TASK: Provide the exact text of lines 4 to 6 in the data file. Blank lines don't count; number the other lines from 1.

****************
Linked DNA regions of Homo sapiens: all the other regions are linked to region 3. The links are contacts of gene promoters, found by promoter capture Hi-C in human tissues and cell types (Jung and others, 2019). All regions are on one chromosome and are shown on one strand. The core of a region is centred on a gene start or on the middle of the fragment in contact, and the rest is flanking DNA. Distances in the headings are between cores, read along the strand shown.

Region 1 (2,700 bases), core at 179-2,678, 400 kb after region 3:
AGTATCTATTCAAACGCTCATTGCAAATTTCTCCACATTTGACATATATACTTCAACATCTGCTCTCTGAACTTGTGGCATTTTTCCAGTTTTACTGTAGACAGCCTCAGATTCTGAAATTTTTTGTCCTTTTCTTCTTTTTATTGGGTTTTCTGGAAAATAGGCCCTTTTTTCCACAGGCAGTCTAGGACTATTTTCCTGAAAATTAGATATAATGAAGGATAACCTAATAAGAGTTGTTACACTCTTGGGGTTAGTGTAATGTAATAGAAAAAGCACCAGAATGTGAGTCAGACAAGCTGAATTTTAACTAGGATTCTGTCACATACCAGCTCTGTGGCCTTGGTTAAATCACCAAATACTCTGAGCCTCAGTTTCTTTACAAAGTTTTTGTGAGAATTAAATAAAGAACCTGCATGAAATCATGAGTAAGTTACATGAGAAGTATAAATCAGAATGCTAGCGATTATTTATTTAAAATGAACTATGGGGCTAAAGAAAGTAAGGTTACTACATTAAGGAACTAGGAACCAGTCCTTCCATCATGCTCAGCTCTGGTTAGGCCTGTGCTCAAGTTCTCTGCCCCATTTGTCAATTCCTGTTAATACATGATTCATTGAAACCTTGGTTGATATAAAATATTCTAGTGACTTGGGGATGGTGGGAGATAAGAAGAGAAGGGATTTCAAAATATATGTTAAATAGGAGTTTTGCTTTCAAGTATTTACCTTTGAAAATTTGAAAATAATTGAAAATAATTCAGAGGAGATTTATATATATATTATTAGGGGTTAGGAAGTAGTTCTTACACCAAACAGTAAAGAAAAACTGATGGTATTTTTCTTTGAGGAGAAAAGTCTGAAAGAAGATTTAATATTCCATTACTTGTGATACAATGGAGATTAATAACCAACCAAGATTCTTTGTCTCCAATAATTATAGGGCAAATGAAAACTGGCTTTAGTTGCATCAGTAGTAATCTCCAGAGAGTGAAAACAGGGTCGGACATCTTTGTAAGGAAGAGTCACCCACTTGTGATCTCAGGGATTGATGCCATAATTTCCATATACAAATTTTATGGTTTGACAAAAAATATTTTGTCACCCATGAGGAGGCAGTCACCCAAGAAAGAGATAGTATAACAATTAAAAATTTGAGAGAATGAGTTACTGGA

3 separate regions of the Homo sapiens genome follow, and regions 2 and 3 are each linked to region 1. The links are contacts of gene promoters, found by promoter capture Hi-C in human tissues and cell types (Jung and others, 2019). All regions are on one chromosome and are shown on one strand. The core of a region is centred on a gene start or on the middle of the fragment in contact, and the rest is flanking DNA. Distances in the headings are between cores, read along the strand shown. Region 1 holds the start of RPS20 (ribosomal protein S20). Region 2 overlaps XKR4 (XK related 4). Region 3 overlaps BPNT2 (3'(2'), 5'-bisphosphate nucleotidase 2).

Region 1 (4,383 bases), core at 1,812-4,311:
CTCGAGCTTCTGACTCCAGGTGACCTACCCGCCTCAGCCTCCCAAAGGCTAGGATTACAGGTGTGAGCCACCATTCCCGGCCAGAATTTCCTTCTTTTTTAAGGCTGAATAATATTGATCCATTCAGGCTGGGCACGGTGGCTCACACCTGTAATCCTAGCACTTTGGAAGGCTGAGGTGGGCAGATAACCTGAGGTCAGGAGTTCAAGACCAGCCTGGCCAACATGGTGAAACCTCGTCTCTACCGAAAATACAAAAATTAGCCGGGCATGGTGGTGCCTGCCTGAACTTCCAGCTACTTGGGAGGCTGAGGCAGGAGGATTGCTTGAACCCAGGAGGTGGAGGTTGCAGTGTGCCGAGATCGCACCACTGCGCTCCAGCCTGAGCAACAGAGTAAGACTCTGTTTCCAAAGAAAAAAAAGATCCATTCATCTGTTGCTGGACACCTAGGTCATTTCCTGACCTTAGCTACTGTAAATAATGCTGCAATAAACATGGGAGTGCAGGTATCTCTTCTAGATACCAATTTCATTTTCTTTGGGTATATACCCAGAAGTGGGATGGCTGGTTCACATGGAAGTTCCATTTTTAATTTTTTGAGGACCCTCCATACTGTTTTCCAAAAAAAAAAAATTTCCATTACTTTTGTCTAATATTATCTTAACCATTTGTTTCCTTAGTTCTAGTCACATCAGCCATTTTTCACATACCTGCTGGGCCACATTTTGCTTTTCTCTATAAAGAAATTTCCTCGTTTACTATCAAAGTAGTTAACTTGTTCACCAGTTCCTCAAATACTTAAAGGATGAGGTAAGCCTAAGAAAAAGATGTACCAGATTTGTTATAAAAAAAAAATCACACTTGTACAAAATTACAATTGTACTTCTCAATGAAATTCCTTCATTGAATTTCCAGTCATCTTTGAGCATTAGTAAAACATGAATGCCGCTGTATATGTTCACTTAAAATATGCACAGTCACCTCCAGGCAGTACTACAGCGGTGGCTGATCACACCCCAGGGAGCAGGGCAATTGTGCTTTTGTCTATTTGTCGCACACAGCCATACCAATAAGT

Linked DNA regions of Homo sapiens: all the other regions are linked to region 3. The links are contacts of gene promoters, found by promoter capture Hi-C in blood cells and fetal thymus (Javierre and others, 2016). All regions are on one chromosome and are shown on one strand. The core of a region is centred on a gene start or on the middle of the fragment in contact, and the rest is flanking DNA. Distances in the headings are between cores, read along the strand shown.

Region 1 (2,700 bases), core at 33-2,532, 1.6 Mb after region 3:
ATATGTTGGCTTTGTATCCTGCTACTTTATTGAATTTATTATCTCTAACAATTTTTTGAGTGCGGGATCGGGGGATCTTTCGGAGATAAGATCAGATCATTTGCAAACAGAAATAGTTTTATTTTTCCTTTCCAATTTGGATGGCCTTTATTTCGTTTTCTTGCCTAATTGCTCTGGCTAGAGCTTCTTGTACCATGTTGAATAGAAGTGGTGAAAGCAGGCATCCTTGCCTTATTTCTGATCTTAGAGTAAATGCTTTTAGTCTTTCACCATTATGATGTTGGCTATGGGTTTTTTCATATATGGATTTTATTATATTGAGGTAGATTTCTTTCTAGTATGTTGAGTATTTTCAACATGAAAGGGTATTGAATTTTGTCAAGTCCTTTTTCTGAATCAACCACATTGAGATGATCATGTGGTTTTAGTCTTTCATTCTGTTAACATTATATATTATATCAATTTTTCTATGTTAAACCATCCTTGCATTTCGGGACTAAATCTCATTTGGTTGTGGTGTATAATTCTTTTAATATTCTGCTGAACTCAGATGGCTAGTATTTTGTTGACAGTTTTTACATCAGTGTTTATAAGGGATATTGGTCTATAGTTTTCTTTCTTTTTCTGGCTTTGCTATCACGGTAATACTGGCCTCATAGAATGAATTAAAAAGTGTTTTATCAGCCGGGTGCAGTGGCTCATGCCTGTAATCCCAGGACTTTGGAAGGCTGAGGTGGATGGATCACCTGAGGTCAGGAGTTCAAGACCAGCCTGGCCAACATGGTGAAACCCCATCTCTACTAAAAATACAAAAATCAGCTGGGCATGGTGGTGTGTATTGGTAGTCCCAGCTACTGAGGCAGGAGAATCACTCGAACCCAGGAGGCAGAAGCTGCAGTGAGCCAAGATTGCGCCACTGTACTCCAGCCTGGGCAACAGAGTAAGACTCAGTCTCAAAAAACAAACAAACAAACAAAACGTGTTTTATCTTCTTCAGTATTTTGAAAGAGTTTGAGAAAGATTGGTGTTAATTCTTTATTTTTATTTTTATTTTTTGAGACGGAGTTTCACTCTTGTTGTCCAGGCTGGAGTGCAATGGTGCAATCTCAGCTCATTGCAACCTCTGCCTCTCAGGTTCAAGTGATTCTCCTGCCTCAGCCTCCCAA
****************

3 separate regions of the Homo sapiens genome follow, and regions 2 and 3 are each linked to region 1. The links are contacts of gene promoters, found by promoter capture Hi-C in human tissues and cell types (Jung and others, 2019). All regions are on one chromosome and are shown on one strand. The core of a region is centred on a gene start or on the middle of the fragment in contact, and the rest is flanking DNA. Distances in the headings are between cores, read along the strand shown. Region 1 holds the start of RPS20 (ribosomal protein S20). Region 2 overlaps XKR4 (XK related 4). Region 3 overlaps BPNT2 (3'(2'), 5'-bisphosphate nucleotidase 2).

Region 1 (4,383 bases), core at 1,812-4,311:
CTCGAGCTTCTGACTCCAGGTGACCTACCCGCCTCAGCCTCCCAAAGGCTAGGATTACAGGTGTGAGCCACCATTCCCGGCCAGAATTTCCTTCTTTTTTAAGGCTGAATAATATTGATCCATTCAGGCTGGGCACGGTGGCTCACACCTGTAATCCTAGCACTTTGGAAGGCTGAGGTGGGCAGATAACCTGAGGTCAGGAGTTCAAGACCAGCCTGGCCAACATGGTGAAACCTCGTCTCTACCGAAAATACAAAAATTAGCCGGGCATGGTGGTGCCTGCCTGAACTTCCAGCTACTTGGGAGGCTGAGGCAGGAGGATTGCTTGAACCCAGGAGGTGGAGGTTGCAGTGTGCCGAGATCGCACCACTGCGCTCCAGCCTGAGCAACAGAGTAAGACTCTGTTTCCAAAGAAAAAAAAGATCCATTCATCTGTTGCTGGACACCTAGGTCATTTCCTGACCTTAGCTACTGTAAATAATGCTGCAATAAACATGGGAGTGCAGGTATCTCTTCTAGATACCAATTTCATTTTCTTTGGGTATATACCCAGAAGTGGGATGGCTGGTTCACATGGAAGTTCCATTTTTAATTTTTTGAGGACCCTCCATACTGTTTTCCAAAAAAAAAAAATTTCCATTACTTTTGTCTAATATTATCTTAACCATTTGTTTCCTTAGTTCTAGTCACATCAGCCATTTTTCACATACCTGCTGGGCCACATTTTGCTTTTCTCTATAAAGAAATTTCCTCGTTTACTATCAAAGTAGTTAACTTGTTCACCAGTTCCTCAAATACTTAAAGGATGAGGTAAGCCTAAGAAAAAGATGTACCAGATTTGTTATAAAAAAAAAATCACACTTGTACAAAATTACAATTGTACTTCTCAATGAAATTCCTTCATTGAATTTCCAGTCATCTTTGAGCATTAGTAAAACATGAATGCCGCTGTATATGTTCACTTAAAATATGCACAGTCACCTCCAGGCAGTACTACAGCGGTGGCTGATCACACCCCAGGGAGCAGGGCAATTGTGCTTTTGTCTATTTGTCGCACACAGCCATACCAATAAGT